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Intrauterine Growth Restriction in Babies Born to Cameroonian HIV-Positive Women: Identification of Possible Mechanisms Responsible for Low Birth Weight
|Title:||Intrauterine Growth Restriction in Babies Born to Cameroonian HIV-Positive Women: Identification of Possible Mechanisms Responsible for Low Birth Weight|
|Authors:||Rasay, Shayne Janne Jossef Dumalanta|
|Contributors:||Taylor, Diane W. (advisor)|
|Date Issued:||Aug 2015|
|Publisher:||University of Hawaii at Manoa|
|Abstract:||HIV increases the risk of intrauterine growth restriction (IUGR), which results in the delivery of low birth weight (LBW) babies, who are 40 times more likely to die during their first year of life. However, the mechanism(s) for IUGR among HIV-exposed newborns remain unknown. In addition to socioeconomic and cultural factors, several hypotheses have been proposed to explain the biological component of IUGR. These include reduced 1) placental angiogenesis and vasculogenesis, 2) production of fetal growth hormones, and 3) transportation of nutrients. The first two hypotheses were examined in this investigation. To evaluate altered vessel formation, placental plasma levels of angiopoietins, ANG-1 and ANG-2, and galectin-13 were measured. Levels of insulin-like growth factor-1 (IGF-1) and one of its binding proteins, IGFBP-1, were measured to evaluate growth hormone dysregulation. In this case-control study, 21 HIV-positive and 30 HIV-negative pregnant mothers were recruited at delivery in the Central Hospital of Yaoundé, Cameroon, Africa. Results showed that biomarker levels in HIV-negative women were similar to literature values for healthy adults; but no significant differences were observed among the different groups. However a statistically significant (p=0.028) declining pattern of galectin-13 levels was noted as the severity of HIV infection increased. Overall, our results suggest that decreased angiogenesis and reduced production of growth factors may not cause LBW, but the dysregulation of maternal vascular development may play a role. Further studies using additional biomarkers are needed to identify the combination of social, economic and biological risk factors that increase the risk of HIV-associated LBW babies.|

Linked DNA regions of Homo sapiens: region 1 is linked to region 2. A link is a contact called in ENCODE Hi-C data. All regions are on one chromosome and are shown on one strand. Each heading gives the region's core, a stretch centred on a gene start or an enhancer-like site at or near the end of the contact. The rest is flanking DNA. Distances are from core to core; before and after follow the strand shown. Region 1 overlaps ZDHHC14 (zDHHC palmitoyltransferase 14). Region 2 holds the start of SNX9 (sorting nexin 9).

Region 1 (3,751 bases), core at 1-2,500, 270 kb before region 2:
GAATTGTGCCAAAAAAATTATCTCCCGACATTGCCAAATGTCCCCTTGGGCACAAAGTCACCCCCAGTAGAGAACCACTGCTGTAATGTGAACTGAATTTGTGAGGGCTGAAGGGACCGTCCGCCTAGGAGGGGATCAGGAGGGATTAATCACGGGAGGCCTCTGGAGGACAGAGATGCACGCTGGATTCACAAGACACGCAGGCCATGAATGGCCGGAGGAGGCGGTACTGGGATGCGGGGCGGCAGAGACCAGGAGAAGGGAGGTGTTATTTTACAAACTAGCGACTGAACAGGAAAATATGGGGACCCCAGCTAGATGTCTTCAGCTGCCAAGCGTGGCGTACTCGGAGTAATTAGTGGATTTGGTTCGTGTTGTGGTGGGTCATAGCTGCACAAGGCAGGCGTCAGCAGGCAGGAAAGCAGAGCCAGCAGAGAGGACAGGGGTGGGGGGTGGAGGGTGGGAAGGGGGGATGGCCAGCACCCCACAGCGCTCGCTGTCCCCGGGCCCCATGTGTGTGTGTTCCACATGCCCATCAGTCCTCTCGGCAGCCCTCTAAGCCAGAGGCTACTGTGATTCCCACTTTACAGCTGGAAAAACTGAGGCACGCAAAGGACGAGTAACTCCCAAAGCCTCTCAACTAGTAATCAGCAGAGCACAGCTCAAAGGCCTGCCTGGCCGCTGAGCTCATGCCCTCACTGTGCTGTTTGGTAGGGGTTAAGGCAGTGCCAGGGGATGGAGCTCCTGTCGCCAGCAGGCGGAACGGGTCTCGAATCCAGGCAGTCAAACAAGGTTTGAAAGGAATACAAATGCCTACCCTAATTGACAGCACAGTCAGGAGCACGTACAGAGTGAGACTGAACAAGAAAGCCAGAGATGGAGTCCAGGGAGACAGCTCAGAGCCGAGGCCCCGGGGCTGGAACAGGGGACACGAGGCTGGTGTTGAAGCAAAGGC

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Honors Projects for Microbiology|
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